## Description

Question 1: Application of estimators based on treatment ignorability

This exercise asks you to implement some of the techniques presented in Lectures 6-7. The

goal is to estimate the causal effect of maternal smoking during pregnancy on infant birth weight

using the treatment ignorability assumptions.

The data are taken from the National Natality

Detail Files, and the extract “SMOKING_EDS241.csv”’ is a random sample of all births in

Pennsylvania during 1989-1991. Each observation is a mother-infant pair.

The key variables

are:

The outcome and treatment variables are:

birthwgt=birth weight of infant in grams

tobacco=indicator for maternal smoking

The control variables are:

mage (mother’s age), meduc (mother’s education), mblack (=1 if mother black), alcohol (=1 if

consumed alcohol during pregnancy), first (=1 if first child), diabete (=1 if mother diabetic),

anemia (=1 if mother anemic)

(a) What is the unadjusted mean difference in birth weight of infants with smoking and nonsmoking mothers? Under what hypothesis does this correspond to the average treatment effect

of maternal smoking during pregnancy on infant birth weight? Provide some simple empirical

evidence for or against this hypothesis.

(b) Assume that maternal smoking is randomly assigned conditional on the observable

covariates listed above. Estimate the effect of maternal smoking on birth weight using a linear

regression. Report the estimated coefficient on tobacco and its standard error.

(c) Use the exact matching estimator to estimate the effect of maternal smoking on birth weight.

For simplicity, consider the following covariates in your matching estimator: create a 0-1

indicator for mother’s age (=1 if mage>=34), and a 0-1 indicator for mother’s education (1 if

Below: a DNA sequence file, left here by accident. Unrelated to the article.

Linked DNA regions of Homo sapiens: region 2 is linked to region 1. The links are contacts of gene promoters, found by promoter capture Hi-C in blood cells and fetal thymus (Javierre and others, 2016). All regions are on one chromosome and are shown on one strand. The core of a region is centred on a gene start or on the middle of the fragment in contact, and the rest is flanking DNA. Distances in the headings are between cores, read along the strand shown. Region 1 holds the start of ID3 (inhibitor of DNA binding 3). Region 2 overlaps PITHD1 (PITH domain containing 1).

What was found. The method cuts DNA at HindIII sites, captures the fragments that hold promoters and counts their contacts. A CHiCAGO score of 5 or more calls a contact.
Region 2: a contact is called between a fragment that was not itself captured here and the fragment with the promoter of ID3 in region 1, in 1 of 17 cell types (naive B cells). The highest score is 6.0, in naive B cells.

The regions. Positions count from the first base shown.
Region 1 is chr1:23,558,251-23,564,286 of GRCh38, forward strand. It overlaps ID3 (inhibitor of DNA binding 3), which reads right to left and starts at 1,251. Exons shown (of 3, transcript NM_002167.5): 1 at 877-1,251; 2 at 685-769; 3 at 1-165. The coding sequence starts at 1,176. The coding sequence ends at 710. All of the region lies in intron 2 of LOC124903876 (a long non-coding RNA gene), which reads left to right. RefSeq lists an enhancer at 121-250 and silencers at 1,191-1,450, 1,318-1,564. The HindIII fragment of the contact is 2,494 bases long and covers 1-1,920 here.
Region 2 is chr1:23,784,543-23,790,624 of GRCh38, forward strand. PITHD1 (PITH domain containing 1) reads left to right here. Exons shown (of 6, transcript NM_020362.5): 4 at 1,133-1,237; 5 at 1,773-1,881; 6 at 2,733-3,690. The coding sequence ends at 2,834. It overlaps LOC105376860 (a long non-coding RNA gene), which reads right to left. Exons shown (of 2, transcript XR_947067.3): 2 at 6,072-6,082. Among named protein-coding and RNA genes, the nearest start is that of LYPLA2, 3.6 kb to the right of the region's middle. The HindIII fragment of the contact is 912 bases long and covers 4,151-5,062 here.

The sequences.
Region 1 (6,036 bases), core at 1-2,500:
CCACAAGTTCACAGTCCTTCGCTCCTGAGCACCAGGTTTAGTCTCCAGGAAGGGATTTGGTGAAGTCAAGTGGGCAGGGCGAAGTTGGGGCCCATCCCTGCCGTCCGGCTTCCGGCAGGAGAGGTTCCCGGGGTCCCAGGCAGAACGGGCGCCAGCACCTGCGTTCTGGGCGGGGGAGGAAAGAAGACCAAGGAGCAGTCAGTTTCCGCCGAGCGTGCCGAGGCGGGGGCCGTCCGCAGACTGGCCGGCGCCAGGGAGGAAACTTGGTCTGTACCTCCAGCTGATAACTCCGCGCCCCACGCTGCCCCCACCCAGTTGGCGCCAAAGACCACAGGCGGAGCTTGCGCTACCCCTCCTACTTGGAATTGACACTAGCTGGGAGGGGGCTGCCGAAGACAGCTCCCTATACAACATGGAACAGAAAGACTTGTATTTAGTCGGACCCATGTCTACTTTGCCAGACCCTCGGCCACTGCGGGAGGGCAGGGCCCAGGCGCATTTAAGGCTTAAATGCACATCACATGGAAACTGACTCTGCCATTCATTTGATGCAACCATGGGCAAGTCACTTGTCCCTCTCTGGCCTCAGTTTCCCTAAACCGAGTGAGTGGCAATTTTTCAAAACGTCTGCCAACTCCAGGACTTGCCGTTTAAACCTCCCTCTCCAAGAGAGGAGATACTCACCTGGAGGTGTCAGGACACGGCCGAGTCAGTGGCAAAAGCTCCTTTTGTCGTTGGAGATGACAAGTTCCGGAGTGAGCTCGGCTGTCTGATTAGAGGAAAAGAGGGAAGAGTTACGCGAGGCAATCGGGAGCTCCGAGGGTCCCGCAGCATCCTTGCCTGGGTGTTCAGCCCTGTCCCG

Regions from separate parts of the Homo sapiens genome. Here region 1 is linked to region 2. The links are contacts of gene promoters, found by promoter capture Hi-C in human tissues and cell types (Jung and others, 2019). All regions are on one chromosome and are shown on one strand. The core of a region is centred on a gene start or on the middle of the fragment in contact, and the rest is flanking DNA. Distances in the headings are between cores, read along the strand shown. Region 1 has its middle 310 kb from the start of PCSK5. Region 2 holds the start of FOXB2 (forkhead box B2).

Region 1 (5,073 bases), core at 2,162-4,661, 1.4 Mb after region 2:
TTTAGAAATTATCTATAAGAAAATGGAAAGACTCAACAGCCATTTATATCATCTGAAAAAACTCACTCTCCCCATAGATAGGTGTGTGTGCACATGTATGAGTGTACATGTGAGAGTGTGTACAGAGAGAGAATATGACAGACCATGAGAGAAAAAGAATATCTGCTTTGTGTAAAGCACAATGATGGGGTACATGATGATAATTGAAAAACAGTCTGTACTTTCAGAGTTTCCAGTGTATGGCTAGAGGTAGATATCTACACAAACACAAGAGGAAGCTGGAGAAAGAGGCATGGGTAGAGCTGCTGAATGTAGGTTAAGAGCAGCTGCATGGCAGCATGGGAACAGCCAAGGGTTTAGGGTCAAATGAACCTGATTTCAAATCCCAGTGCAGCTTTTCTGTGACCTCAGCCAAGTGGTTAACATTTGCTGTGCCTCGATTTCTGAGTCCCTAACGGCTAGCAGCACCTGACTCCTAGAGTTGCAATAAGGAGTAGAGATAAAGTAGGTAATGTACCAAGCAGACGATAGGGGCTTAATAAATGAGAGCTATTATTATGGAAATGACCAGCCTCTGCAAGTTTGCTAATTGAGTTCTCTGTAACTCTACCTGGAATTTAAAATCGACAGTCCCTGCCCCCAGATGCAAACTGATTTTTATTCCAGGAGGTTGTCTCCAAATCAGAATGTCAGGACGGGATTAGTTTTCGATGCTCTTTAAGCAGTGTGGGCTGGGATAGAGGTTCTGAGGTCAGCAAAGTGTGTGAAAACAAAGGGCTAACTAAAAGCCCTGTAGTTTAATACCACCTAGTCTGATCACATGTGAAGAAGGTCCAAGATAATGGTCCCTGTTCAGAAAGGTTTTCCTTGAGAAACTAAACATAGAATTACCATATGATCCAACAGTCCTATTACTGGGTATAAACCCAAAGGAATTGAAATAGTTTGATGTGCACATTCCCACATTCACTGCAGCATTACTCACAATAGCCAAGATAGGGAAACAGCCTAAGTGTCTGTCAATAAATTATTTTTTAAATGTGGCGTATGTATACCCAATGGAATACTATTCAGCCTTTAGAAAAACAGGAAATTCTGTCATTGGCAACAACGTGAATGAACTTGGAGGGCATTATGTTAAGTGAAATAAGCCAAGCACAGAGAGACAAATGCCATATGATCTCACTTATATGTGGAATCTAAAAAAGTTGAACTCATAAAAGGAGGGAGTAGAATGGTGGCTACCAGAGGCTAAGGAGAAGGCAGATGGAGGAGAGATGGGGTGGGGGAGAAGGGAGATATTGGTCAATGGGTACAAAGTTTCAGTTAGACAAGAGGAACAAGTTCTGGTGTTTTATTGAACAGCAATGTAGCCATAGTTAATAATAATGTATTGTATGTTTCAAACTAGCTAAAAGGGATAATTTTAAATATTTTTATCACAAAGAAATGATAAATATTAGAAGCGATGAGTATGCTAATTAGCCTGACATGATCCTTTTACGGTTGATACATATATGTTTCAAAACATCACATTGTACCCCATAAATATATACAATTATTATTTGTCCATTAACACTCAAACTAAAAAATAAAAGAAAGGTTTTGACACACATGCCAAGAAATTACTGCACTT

meduc>=16), mother’s race (mblack), and alcohol consumption indicator (alcohol). These 4

covariates will create 2*2*2*2 = 16 cells. Report the estimated average treatment effect of

smoking on birthweight using the exact matching estimator and its linear regression analogue

(Lecture 6, slides 12-14).

(d) Estimate the propensity score for maternal smoking using a logit estimator and based on the

following specification: mother’s age, mother’s age squared, mother’s education, and indicators

for mother’s race, and alcohol consumption.

(e) Use the propensity score weighted regression (WLS) to estimate the effect of maternal

smoking on birth weight (Lecture 7, slide 12).

Note: This homework is a simple examination of these data. More research would be needed to

obtain a more definitive assessment of the causal effect of smoking on infant health outcomes.

Further, for this homework, you can ignore the adjustments to the standard errors that are

necessary to reflect the fact that the propensity score is estimated. Just use heteroskedasticity

robust standard errors in R. If you are interested, you can read Imbens and Wooldridge (2009)

and Imbens (2014) for discussions of various approaches and issues with standard error

estimations in models based on the propensity score.